With the international break over, it’s a return to Premier League action with Albion hosting reigning champions Manchester City at the weekend, writes West Brom blogger Warren Stephens.
This fixture has provided us with some favourable results in recent seasons, the 4-0 home drubbing that kick-started our first promotion season and the remarkable 1-1 from no shots on target that kick-started the Great Escape amongst them. However since the arrival of Sheikh Mansour and his vast wealth, City are something of a different prospect now than they once were.
Indeed the XI that started City’s last Premier League game set them back nigh on £200m in transfer fees; Albion’s starting line-up against QPR cost around £14m. City, like Chelsea before them and to a lesser extent Blackburn, have been handed a virtually blank cheque book and been told to exchange it for Premier League titles.
I must admit I find the distortion in Premier League wealth profoundly sickening and I think the predictability of results that comes with it detracts from the league as a spectacle. Whereas 40 years ago any of many teams could challenge for the league title, it now seems only one of a select few have the resources to. Champions League revenue and wealthy benefactors have left the rest in the shadow of the best, achieving far greater value-for-money being the only viable way a relatively self-sufficient club like ours can compete.
This set me thinking about Albion and value-for-money. What if Sheikh Mansour had swapped his Boddingtons for Banks’s, his Parker jacket for pork scratchings and handed Steve Clarke a blank cheque to wage an assault on the top-four? A quick glance through the history books doesn’t necessarily suggest it’d be a good thing. David Mills, Peter Barnes (coincidentally from Manchester City), Martin Albrechtsen and Borja Valero were all signed for club record fees at the time. I also remember Paul Groves joining for a near-record fee, none of them went on to particularly justify their price tags. Conversely Tony Brown, Bryan Robson and Cyrille Regis cost the club barely anything and are all part of the folklore of the club. Is there something in Albion’s DNA that lends itself to creating names rather than recruiting them?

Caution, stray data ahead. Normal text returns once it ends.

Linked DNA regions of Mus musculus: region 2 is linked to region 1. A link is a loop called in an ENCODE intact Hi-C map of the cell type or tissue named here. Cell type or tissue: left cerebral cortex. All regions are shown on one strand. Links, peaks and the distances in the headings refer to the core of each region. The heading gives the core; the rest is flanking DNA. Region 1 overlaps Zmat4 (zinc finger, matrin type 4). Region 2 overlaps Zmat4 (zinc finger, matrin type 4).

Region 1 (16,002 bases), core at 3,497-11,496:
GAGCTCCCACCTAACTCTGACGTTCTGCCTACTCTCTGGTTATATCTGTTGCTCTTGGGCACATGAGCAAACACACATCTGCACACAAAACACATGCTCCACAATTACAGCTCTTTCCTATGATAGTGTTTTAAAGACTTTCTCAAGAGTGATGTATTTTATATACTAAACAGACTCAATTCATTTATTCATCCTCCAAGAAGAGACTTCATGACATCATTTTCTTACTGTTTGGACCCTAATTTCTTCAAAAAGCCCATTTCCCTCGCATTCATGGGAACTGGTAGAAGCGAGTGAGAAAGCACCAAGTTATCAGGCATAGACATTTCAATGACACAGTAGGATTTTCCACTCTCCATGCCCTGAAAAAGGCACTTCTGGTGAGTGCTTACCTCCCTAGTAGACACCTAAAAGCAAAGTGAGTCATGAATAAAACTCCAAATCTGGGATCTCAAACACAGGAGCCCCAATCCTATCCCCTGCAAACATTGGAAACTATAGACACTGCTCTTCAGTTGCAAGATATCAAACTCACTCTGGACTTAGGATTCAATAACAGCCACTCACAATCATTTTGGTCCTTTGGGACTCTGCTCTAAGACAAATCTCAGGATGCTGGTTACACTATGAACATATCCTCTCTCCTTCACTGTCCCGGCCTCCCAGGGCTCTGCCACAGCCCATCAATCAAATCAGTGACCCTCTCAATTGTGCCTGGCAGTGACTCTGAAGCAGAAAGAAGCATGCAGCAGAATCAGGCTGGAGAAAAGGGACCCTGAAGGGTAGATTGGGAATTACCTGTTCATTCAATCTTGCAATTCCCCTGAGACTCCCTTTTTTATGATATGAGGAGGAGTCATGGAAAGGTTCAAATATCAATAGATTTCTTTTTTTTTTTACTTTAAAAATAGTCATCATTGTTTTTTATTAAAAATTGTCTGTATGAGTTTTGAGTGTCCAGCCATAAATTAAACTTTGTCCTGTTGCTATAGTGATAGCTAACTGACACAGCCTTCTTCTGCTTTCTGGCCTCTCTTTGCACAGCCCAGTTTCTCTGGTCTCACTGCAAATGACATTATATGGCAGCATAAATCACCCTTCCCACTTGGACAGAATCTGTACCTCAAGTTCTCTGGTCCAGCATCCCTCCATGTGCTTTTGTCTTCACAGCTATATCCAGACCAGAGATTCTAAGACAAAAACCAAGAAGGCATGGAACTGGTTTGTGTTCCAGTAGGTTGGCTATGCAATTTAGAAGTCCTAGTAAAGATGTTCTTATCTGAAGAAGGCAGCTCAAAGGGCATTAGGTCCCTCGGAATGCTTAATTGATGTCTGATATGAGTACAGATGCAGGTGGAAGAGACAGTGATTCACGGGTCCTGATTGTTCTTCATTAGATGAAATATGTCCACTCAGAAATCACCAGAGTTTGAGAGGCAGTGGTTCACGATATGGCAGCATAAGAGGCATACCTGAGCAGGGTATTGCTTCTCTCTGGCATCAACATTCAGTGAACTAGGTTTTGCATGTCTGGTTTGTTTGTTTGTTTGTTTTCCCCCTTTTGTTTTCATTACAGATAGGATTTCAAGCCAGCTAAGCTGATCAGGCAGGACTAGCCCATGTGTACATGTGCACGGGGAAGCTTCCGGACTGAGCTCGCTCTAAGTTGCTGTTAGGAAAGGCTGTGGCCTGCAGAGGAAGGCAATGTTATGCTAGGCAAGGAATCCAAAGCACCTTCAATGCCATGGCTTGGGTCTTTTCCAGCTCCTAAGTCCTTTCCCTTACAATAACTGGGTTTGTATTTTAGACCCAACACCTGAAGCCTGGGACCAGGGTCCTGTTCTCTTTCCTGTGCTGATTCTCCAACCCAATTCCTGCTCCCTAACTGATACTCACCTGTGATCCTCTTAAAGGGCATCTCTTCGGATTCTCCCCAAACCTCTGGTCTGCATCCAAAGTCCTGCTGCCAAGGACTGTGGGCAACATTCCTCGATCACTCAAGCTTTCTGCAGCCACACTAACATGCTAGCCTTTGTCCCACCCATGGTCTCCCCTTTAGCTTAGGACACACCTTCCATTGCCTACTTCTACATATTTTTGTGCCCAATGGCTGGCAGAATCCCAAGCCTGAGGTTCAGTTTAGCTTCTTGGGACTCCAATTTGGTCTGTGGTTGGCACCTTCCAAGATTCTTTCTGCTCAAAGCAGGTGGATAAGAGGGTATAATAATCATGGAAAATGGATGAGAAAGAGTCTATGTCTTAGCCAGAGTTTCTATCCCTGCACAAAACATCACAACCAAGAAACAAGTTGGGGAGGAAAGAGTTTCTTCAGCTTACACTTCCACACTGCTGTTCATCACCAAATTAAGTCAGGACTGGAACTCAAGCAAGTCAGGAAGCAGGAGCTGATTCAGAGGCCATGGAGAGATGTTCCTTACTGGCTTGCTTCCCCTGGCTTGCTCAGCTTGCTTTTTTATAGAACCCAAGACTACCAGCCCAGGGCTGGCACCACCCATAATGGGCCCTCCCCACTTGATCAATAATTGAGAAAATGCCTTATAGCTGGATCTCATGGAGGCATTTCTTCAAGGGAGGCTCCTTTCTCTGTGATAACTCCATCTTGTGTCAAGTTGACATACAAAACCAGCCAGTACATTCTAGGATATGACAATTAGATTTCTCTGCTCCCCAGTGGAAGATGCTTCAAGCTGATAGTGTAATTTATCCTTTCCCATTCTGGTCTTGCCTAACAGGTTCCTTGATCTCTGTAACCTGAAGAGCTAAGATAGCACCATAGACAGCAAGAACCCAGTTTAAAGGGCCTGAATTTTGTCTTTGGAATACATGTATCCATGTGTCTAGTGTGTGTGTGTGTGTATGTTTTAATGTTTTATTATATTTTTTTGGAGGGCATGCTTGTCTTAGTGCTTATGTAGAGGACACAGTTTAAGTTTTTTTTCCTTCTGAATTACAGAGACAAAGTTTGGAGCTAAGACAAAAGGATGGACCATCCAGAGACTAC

We’d obviously all love to see Albion competing for major trophies in a way we once could, but would we want to see the community spirit of a club like Albion replaced by corporatism to quite the extent City’s has? While I’m sure Manchester City fans are enjoying their moment in the spotlight- particularly given they’ve spent so long seemingly in the shadow of neighbours United- it’d be interesting to hear what they felt about the contributions of some of the players that have joined their ‘gravy train’ in recent years.
Onto the game itself and City will obviously start as favourites, but we only have to go back 10 months and the 0-0 draw at The Hawthorns last season for encouragement that an away win is by no means a certainty. We had to defend resolutely that day and I suspect we’ll have to again for large periods, the full-back areas in particular may come under the spotlight given recent injuries. However, Chelsea aside, Albion are the only team remaining with a 100 per cent Premier League home record intact and, hopefully, we’ll have a chance to display some of the excellent attacking football we’ve shown in some of our home games so far. Come on you Baggies!!